“Being fearless is a dangerous thing.” Lutz Kinkel, journalist

As the director of the European Centre for Press and Media Freedom, the 51-year-old German takes action to help journalists who are under threat. Like Deniz Yücel. Or murder victim Ján Kuciak. 

Journalists under attack

Violent attacks on journalists are on the rise. At their worst, these attacks end in death, as was the case for investigative journalists Daphne Caruana Galizia, murdered in Malta last October, and Ján Kuciak, who lost his life in Slovakia just recently. What concrete steps are you taking to protect colleagues like these?

I’m shocked and angered by these murders. Both Galizia and Kuciak had informed the police that they were under threat. Did they receive enough protection? No. Can an NGO be a substitute for a state’s security apparatus? No. We can’t, either. Our job is to remind European governments every day: keeping journalists in your country safe is a top priority. We also offer direct support to reporters in immediate danger. That can be through contact with regional aid organizations, assistance with legal proceedings or the opportunity to take some time out in Germany, as part of the “Journalist in Residence” program. We also fight to ensure that those who are lost are not forgotten. Our legal advisor is currently on the ground in Bratislava investigating on behalf of the ECPMF.

In mid-February, the imprisoned correspondent for Die Welt, Deniz Yücel, was released from a Turkish high-security prison. What was your reaction when you first heard the news?

Huge relief and joy. We’re in contact with his family, and just a few days beforehand they didn’t know if he really would be released. After a year in prison without charge! It’s madness. On the other hand, that same day, the Turkish president Erdogan made it clear he won’t budge an inch in terms of his media policy. Six journalists were sentenced to life imprisonment, including the prominent Altan brothers. What that means is that Yücel was probably only released because Erdogan expected it to ease some of the strain in German-Turkish relations.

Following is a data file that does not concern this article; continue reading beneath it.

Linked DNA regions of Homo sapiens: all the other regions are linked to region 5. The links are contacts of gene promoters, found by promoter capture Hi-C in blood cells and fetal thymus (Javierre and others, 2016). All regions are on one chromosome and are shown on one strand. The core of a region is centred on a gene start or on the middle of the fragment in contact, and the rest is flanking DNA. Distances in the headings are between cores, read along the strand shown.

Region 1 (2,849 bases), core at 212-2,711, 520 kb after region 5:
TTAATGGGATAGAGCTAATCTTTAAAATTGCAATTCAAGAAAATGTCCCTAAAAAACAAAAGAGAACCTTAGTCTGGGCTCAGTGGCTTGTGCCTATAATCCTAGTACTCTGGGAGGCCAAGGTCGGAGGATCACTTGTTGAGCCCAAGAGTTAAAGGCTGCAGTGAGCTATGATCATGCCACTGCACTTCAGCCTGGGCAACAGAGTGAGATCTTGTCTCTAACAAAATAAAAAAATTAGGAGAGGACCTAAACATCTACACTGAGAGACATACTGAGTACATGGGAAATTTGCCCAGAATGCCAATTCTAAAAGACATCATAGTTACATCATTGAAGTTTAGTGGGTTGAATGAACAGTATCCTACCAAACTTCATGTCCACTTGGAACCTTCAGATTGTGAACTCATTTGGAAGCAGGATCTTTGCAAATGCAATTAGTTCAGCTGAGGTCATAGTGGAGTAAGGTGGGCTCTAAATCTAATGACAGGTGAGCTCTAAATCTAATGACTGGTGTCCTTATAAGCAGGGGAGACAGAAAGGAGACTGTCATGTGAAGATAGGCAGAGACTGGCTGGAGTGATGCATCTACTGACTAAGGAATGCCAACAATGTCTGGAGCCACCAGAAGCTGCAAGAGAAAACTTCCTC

How has the European Centre for Press and Media Freedom (ECPMF) contributed to his release?

Together with our partners, we’ve kept him in the public eye, on social media, on our website and at events. Deniz Yücel is lucky in that a lot of people have advocated for him very strongly – everyone from his own network of friends to the newspaper “taz,” from the publisher Axel Springer Verlag to the German government. He was never forgotten, there has always been widespread solidarity. That’s something you’d want for all the other political prisoners in Turkish prisons as well.

The ECPMF on the front line

You are there at critical moments. The ECPMF sends people to be a presence at court cases against journalists, for example. Have there been any precarious situations?

Yes, horrendous situations! I’ll give you an example: there’s a young journalist working for us, she’s nearly 30 and her specialist area is Turkey. There was this trial against the newspaper “Cumhuriyet,” which is critical of the government. My colleague was invited and wanted to go. Shortly before that, Deniz Yücel was detained. As well as those two, over a dozen more Germans were in prison in Turkey. Their arrests were completely arbitrary. So this trial began and you know, a group of activists turn up from a wide range of organizations. But not one comes from Germany. And obviously Erdogan has his sights set on Germans. What do you do then? You attempt to assess the risk, you call ambassadors and the foreign office. They all give you a broadly positive assessment, but you’re still left with a risk of around 10-15%. You can imagine what it feels like, being responsible for a colleague in this situation. So together, we decided that up until 20 minutes before the flight was due to take off, we both had the right to say no. And we agonized right up to the last minute. In the end she did go, but this situation cost me a lot of sleepless nights.